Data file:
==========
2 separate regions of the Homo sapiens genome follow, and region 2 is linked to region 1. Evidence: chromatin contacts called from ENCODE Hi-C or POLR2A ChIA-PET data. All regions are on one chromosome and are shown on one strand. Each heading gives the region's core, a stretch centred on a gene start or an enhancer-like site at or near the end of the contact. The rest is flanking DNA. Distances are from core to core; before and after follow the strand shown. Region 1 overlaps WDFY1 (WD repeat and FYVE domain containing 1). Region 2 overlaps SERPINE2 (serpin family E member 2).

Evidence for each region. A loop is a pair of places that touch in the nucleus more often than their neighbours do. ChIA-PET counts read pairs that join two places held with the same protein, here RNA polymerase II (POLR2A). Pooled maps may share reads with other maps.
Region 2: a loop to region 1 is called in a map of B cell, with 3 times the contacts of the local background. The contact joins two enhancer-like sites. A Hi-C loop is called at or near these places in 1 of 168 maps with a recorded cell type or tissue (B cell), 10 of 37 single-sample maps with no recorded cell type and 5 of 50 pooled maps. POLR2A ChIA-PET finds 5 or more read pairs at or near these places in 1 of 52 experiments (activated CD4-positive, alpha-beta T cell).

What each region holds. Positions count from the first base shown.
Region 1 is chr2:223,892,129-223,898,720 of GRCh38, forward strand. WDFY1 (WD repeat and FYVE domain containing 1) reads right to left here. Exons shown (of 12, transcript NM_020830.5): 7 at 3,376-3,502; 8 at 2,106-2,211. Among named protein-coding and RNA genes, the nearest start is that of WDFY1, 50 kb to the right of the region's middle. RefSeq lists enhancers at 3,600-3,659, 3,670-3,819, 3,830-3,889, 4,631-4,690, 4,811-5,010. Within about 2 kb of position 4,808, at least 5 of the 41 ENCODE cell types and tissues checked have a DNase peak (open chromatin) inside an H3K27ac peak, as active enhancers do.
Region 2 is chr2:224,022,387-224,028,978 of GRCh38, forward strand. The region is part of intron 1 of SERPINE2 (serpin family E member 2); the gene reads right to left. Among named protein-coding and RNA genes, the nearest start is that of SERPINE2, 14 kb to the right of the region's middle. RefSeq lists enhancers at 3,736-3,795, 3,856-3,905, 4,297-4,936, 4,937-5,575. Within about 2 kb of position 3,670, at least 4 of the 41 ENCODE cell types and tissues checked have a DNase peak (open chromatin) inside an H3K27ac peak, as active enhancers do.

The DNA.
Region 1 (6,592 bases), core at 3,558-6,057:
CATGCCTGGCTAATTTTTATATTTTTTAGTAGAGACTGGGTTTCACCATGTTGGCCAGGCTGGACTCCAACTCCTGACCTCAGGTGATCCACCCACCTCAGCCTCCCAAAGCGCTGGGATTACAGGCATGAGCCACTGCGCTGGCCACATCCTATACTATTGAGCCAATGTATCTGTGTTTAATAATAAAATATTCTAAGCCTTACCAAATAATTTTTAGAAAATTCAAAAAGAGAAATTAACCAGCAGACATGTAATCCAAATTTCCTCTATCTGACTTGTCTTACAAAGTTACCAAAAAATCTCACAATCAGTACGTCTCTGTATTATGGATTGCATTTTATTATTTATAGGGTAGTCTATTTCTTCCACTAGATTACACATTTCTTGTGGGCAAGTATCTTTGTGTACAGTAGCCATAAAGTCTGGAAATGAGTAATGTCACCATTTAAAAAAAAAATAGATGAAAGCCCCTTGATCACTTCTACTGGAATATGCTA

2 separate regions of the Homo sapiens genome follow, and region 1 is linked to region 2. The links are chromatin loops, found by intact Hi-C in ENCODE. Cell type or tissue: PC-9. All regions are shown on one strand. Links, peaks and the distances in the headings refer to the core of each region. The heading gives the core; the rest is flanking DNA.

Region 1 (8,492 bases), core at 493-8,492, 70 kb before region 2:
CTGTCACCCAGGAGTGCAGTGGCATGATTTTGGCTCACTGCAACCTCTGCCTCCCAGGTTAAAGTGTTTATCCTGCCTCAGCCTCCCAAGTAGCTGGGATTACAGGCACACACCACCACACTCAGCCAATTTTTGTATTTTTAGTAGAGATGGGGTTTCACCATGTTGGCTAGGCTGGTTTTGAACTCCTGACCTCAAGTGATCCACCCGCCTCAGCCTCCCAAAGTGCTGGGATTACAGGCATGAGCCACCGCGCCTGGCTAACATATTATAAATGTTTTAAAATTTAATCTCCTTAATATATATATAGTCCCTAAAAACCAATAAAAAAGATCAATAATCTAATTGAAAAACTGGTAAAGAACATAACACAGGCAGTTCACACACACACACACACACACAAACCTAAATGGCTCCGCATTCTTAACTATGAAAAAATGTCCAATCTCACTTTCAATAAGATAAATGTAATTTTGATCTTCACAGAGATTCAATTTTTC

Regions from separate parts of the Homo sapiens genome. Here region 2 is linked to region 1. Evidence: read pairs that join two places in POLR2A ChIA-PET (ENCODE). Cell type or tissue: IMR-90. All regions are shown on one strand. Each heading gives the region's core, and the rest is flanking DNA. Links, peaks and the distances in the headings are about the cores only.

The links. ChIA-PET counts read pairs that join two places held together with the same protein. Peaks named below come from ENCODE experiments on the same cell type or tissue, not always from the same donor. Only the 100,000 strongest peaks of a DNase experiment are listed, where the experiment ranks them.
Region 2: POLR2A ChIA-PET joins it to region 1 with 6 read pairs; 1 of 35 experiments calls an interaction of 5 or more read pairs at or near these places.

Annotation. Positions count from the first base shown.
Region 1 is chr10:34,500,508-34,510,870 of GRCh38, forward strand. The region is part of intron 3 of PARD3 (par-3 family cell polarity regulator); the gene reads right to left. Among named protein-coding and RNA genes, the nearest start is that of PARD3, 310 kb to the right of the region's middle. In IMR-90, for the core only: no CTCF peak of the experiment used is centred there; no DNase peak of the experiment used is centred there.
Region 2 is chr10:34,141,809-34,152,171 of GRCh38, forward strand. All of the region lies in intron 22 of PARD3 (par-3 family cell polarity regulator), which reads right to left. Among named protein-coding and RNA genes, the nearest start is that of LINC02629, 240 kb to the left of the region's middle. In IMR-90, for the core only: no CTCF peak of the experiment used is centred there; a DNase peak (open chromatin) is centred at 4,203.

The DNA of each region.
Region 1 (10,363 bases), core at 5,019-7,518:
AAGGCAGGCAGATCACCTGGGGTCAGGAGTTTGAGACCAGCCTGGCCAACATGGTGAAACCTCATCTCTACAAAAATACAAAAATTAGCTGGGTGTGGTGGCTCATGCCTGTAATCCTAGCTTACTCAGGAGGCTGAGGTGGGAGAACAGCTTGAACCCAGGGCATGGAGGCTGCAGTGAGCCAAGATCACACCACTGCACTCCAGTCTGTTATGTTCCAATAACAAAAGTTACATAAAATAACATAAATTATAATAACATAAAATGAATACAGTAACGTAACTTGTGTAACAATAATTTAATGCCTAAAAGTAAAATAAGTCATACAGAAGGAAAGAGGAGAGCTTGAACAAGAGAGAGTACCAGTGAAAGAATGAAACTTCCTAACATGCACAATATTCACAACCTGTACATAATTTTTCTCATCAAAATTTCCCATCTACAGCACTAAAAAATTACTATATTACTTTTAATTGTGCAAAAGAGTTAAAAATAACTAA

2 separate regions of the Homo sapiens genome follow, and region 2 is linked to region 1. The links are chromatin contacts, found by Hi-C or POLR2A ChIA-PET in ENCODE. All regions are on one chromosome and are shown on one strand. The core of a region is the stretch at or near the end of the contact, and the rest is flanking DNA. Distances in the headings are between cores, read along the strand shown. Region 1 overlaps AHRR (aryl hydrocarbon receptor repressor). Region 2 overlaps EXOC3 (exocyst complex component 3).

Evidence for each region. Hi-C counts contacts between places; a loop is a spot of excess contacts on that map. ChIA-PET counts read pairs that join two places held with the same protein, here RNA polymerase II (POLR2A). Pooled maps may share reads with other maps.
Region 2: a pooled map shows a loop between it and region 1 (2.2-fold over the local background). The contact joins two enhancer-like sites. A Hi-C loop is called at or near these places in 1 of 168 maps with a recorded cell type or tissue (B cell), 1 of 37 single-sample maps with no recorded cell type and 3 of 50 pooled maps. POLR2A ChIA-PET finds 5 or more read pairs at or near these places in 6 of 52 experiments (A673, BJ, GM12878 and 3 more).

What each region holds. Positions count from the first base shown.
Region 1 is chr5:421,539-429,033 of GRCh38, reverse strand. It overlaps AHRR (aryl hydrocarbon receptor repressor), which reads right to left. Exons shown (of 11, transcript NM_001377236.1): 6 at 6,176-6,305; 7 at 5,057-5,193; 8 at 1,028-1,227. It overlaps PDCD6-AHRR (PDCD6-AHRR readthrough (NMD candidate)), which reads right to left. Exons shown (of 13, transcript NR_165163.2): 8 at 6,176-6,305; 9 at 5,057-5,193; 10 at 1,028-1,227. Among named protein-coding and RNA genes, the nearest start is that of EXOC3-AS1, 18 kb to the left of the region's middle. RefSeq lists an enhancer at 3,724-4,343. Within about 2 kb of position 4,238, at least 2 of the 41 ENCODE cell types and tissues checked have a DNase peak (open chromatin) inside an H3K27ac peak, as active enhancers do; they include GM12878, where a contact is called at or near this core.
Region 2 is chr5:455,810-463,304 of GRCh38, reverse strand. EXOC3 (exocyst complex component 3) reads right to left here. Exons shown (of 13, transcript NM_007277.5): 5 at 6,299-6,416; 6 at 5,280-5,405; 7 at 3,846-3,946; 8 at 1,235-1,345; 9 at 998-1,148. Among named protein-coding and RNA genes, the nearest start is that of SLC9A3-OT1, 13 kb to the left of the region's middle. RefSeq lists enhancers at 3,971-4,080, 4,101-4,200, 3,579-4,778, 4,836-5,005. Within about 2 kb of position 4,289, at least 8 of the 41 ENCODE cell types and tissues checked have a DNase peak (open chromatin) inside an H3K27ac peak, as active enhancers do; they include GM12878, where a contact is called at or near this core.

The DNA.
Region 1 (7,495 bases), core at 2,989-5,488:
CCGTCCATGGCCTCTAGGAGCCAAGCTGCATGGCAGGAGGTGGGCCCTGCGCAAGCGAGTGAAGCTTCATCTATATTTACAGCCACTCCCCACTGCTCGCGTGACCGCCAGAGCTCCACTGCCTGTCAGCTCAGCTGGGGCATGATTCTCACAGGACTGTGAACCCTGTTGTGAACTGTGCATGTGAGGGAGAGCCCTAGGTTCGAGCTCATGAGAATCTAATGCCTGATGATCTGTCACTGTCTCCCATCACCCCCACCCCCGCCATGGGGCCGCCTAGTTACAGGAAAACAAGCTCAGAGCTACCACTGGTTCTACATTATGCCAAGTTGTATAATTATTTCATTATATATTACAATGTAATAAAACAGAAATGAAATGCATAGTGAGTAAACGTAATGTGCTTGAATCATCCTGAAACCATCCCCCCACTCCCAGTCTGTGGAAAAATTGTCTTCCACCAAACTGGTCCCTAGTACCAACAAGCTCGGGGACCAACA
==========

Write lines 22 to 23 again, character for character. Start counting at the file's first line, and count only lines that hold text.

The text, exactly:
2 separate regions of the Homo sapiens genome follow, and region 2 is linked to region 1. The links are chromatin contacts, found by Hi-C or POLR2A ChIA-PET in ENCODE. All regions are on one chromosome and are shown on one strand. The core of a region is the stretch at or near the end of the contact, and the rest is flanking DNA. Distances in the headings are between cores, read along the strand shown. Region 1 overlaps AHRR (aryl hydrocarbon receptor repressor). Region 2 overlaps EXOC3 (exocyst complex component 3).

Evidence for each region. Hi-C counts contacts between places; a loop is a spot of excess contacts on that map. ChIA-PET counts read pairs that join two places held with the same protein, here RNA polymerase II (POLR2A). Pooled maps may share reads with other maps.